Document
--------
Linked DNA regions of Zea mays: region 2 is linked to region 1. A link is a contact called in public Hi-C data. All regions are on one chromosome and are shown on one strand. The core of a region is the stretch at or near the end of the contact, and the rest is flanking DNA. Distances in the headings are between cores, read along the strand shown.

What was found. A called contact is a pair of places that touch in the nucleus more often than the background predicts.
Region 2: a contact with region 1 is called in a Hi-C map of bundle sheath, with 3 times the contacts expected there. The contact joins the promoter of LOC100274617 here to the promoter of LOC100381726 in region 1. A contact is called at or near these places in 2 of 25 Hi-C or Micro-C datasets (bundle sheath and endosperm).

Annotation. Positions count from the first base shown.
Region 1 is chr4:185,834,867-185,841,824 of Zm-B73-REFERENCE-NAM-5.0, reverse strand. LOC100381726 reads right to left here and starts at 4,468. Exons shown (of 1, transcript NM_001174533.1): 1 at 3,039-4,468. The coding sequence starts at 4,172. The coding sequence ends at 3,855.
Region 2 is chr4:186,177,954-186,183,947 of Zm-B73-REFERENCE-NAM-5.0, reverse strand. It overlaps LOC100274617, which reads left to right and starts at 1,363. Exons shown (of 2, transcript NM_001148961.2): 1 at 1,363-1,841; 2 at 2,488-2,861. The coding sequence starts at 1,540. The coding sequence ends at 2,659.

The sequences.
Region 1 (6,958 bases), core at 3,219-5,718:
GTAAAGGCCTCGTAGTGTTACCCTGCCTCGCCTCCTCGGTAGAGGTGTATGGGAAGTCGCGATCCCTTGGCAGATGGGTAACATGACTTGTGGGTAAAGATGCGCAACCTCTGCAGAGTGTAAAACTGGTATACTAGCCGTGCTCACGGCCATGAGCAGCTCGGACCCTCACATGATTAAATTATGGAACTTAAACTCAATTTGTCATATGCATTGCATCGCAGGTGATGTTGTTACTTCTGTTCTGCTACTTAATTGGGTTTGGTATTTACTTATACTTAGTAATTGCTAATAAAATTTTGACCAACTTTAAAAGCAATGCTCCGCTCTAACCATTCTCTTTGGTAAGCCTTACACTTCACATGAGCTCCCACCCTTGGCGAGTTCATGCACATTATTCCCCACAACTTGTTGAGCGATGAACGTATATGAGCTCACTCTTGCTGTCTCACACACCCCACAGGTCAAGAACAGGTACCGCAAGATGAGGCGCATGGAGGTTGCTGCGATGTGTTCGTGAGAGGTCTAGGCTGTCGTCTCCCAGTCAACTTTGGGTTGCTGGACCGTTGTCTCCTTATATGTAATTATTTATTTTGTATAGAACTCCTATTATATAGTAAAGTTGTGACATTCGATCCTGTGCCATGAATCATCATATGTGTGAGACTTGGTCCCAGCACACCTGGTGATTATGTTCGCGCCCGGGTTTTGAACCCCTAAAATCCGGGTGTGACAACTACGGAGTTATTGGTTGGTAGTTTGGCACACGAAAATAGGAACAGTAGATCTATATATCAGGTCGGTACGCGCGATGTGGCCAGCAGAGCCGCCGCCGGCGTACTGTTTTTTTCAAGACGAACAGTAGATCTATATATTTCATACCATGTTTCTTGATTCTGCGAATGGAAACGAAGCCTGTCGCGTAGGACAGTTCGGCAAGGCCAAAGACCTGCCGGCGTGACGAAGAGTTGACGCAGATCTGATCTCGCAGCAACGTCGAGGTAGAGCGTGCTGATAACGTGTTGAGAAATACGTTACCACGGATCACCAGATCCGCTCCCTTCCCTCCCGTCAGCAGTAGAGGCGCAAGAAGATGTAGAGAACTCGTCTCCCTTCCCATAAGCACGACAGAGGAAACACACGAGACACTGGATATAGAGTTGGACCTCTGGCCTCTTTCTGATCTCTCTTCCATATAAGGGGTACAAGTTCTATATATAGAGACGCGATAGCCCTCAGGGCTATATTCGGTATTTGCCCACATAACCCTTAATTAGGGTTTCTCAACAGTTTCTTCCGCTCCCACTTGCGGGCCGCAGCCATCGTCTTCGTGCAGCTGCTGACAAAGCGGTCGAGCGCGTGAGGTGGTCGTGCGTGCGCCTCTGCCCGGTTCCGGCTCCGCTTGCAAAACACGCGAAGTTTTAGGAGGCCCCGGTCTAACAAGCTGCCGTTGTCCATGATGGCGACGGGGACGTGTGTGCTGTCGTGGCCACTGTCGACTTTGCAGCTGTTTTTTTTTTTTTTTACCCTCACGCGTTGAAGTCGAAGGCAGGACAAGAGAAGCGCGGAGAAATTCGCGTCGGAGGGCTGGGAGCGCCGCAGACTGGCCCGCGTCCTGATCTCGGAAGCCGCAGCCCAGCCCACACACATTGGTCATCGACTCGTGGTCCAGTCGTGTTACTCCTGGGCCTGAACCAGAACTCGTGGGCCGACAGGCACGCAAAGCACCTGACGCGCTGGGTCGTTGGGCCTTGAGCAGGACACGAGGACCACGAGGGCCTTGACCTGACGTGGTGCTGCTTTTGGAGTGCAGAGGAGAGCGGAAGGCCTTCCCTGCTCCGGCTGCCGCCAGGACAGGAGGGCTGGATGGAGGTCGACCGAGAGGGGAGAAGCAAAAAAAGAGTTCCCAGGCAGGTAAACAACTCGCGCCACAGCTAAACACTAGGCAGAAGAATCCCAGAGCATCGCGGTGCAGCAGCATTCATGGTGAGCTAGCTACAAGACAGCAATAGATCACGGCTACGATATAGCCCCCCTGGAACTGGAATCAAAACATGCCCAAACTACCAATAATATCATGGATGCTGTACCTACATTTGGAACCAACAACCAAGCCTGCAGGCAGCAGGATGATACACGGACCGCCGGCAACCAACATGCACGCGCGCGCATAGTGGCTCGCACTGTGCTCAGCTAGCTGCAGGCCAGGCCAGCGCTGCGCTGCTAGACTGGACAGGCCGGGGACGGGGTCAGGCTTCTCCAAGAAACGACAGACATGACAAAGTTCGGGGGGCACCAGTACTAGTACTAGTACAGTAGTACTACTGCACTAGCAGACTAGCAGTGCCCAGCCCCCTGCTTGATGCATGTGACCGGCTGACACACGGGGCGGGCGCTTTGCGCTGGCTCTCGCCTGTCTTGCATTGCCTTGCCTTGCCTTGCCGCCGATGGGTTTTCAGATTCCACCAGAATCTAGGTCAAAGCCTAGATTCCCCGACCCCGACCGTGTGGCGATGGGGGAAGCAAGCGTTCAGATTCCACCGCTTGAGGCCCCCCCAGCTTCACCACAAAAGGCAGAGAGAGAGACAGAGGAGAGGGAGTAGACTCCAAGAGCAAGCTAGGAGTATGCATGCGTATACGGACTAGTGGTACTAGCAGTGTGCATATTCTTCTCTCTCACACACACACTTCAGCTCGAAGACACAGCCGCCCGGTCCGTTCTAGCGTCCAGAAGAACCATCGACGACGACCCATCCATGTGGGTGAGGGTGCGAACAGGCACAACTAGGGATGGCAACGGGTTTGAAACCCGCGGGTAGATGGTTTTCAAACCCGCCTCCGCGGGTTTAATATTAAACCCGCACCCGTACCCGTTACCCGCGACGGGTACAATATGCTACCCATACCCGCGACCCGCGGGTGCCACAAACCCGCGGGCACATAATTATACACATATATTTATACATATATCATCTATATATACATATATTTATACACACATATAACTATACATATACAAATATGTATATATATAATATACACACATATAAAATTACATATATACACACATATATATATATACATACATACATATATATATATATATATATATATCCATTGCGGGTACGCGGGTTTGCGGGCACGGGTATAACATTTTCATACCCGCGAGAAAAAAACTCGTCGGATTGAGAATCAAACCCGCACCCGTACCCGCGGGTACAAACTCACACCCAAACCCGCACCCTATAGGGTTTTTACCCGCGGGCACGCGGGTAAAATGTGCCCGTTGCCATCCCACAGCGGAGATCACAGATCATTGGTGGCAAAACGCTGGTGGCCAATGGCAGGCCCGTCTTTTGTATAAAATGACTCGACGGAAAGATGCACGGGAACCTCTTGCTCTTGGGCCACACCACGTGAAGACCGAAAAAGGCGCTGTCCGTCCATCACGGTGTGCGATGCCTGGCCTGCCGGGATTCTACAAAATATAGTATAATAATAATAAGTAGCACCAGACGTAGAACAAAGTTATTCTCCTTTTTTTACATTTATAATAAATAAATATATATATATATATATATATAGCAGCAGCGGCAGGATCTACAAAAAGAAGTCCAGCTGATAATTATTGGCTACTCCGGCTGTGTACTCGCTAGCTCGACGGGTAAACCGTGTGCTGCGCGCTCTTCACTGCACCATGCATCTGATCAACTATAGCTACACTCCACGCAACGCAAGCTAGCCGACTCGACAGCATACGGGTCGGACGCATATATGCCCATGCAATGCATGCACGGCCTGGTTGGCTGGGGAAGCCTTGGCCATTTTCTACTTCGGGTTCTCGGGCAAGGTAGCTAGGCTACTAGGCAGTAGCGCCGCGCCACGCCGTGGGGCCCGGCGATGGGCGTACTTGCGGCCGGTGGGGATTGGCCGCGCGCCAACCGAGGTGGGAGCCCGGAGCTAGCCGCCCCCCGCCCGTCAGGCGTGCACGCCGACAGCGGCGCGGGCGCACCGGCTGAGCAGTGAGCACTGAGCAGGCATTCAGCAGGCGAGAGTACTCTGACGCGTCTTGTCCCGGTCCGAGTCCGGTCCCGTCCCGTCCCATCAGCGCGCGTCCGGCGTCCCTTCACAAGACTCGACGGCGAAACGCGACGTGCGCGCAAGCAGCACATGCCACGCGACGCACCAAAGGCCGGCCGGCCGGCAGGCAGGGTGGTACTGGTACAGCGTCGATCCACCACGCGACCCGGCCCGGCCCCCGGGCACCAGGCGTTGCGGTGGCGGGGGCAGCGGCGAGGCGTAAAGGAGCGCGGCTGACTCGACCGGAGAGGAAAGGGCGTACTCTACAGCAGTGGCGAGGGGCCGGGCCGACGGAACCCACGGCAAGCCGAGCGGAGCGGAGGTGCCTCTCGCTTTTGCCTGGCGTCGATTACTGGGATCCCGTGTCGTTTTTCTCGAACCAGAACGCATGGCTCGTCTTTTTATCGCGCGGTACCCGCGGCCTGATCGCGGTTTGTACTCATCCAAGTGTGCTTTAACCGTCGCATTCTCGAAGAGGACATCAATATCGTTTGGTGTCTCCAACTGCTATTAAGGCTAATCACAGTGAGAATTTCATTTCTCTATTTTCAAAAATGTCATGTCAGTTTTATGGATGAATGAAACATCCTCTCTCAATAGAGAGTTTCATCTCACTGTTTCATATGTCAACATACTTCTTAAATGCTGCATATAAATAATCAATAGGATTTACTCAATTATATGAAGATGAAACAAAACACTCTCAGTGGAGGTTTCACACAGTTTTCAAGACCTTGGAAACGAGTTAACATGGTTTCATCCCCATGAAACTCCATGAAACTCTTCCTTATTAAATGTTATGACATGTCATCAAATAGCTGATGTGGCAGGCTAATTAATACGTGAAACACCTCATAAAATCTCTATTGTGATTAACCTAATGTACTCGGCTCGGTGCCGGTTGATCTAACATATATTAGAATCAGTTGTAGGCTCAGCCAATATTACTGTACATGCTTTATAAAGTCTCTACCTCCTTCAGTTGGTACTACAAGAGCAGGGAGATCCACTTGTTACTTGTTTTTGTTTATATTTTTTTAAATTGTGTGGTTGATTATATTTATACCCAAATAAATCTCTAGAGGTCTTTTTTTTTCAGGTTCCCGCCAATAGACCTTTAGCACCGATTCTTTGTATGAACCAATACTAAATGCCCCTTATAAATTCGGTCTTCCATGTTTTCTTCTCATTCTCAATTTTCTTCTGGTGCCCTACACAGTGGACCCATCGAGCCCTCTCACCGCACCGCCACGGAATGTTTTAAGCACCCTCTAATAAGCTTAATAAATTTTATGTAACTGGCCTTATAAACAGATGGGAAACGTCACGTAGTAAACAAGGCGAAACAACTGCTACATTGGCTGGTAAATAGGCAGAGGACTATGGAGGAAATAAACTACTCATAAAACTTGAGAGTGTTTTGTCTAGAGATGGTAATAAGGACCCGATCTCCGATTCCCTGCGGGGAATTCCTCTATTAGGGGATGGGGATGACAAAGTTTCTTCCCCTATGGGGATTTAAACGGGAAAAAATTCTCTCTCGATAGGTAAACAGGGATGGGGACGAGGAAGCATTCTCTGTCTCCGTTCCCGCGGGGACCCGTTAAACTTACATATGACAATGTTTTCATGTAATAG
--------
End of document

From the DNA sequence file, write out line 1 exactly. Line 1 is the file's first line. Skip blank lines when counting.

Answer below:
Linked DNA regions of Zea mays: region 2 is linked to region 1. A link is a contact called in public Hi-C data. All regions are on one chromosome and are shown on one strand. The core of a region is the stretch at or near the end of the contact, and the rest is flanking DNA. Distances in the headings are between cores, read along the strand shown.